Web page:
Sudden Increase In Traffic? It Might Be Dark Social.
If you are creating quality content that is regularly being shared via social platforms, looking purely at referral traffic to measure how successful those shares are could have you missing the bigger picture.
29th January 2016
Since Alexis Madrigal’s article in The Atlantic, dark social has been on the lips of many an online marketer and SEO practitioner. As a business however, you may not have been introduced to the term.
That doesn’t mean it isn’t affecting your traffic, and therefore your data. Having an understanding of where all of your traffic may be coming from can be a valuable tool across the business board.
When a person types your URL directly into the address bar it shows up in analytics as direct traffic. If somebody clicks a link from another website that takes a user to your website, this is recorded as referral traffic. Logic dictates that a clickthrough from social media should thus be recorded as referral traffic and allow you to see the source of this traffic.
But that’s not always the case.
Dark social is the term used for traffic that comes to your site from social sources (i.e. via a kind of referral) but is not actually reported as referral traffic. Dark social is almost always reported as direct traffic.
This misrepresentation of data has become more frequent as mobile internet access has risen.
There are several main sources of dark social traffic:
- Instant messengers (such as Whatsapp and Facebook Messenger)
- Native apps (e.g Facebook or Twitter)
These sources of referral traffic are collected as direct traffic because they are being opened separately from the platform the link is on.
In practice this means that even though Facebook Chat is on Facebook, it is a private platform. By clicking a link in messenger one is then taken to a new window in the browser. This registers on tracking platforms like Google Analytics as a direct visit. Because both open in a news browser and navigate directly to the site, there is nothing to distinguish organic from referral traffic of this kind.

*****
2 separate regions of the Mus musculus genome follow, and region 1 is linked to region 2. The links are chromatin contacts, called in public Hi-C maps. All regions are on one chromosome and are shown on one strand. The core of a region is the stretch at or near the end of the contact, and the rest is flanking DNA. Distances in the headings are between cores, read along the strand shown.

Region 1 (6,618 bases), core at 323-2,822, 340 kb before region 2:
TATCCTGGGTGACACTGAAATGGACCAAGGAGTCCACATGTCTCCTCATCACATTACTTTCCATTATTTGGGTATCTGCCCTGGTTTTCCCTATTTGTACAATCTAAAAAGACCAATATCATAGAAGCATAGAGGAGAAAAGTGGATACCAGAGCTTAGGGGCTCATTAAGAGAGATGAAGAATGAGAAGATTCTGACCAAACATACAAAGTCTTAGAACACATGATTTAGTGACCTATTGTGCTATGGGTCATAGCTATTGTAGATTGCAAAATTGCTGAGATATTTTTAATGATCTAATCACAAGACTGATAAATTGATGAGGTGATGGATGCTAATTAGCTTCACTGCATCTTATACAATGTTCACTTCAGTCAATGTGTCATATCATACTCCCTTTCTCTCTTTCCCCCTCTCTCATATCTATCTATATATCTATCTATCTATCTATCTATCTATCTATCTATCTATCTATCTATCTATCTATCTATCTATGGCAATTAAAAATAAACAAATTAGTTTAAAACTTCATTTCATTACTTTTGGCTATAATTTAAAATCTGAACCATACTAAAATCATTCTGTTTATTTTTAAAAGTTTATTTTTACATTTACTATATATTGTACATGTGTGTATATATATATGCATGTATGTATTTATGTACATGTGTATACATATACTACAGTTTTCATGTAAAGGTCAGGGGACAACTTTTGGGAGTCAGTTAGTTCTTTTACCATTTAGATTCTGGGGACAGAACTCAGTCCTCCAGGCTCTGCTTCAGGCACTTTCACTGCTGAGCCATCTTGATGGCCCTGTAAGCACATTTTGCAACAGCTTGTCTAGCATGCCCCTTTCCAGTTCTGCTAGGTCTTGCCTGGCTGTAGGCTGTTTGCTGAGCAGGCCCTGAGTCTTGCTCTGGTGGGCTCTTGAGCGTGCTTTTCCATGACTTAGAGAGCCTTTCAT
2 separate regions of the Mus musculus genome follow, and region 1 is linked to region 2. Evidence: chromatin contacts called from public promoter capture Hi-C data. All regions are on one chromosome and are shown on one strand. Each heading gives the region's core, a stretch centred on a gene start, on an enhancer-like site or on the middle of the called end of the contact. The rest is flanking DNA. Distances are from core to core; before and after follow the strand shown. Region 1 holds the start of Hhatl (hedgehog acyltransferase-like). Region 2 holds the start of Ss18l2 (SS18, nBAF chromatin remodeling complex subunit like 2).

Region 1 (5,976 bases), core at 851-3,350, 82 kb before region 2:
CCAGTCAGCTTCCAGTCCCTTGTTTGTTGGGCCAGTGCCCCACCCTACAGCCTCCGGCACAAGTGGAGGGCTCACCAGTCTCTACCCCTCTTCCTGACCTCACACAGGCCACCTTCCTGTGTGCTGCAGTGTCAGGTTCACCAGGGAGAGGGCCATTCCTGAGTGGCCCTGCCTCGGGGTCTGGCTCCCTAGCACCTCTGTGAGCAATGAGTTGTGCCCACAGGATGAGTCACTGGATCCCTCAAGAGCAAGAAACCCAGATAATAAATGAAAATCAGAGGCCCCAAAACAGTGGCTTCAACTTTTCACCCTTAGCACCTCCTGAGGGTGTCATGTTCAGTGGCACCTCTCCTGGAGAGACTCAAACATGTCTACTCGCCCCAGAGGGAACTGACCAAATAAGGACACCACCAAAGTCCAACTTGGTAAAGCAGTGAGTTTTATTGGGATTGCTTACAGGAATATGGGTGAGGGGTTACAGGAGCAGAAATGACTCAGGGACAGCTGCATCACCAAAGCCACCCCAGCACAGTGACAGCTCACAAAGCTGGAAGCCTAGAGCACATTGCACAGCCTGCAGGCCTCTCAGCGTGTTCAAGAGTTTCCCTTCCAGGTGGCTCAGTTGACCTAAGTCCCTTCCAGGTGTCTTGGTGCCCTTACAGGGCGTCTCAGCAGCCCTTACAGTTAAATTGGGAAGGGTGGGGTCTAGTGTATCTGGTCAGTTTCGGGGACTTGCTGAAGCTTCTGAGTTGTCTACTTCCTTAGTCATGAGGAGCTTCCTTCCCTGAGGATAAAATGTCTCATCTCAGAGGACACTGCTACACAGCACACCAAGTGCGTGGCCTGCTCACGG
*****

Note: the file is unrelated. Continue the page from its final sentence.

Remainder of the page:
For example, if you click a link on Twitter (when you are in the app – not your browser) it will open the linked page in your browser. Because you are exiting the app (and entering the browser) the traffic is once again seen as direct.
Traffic to your site can tell you a great deal about your marketing. Whether it is SEO and content marketing, social media marketing or print marketing, the various forms of traffic coming to your site help you analyse how successful those marketing efforts have been.
Usually an influx in direct traffic would signal that your branded marketing efforts (whether online of offline) are yielding results. However, if content is regularly and proactively being shared through platforms that generate dark social traffic then some of that direct traffic may be due to effective social marketing – even though the traffic may not reflect it.
Whilst there is not much you can do to determine exactly what portion of your direct traffic is potentially dark social traffic, simply knowing about the dark social “problem” can help you and your businesses make more informed decisions about your online marketing strategies and their effectiveness.
If you are creating quality content (as part of an SEO campaign or just to improve the visibility of your brand) and you are sharing that content via social platforms, looking purely at referral traffic to measure how successful those shares are, will have you missing the bigger picture.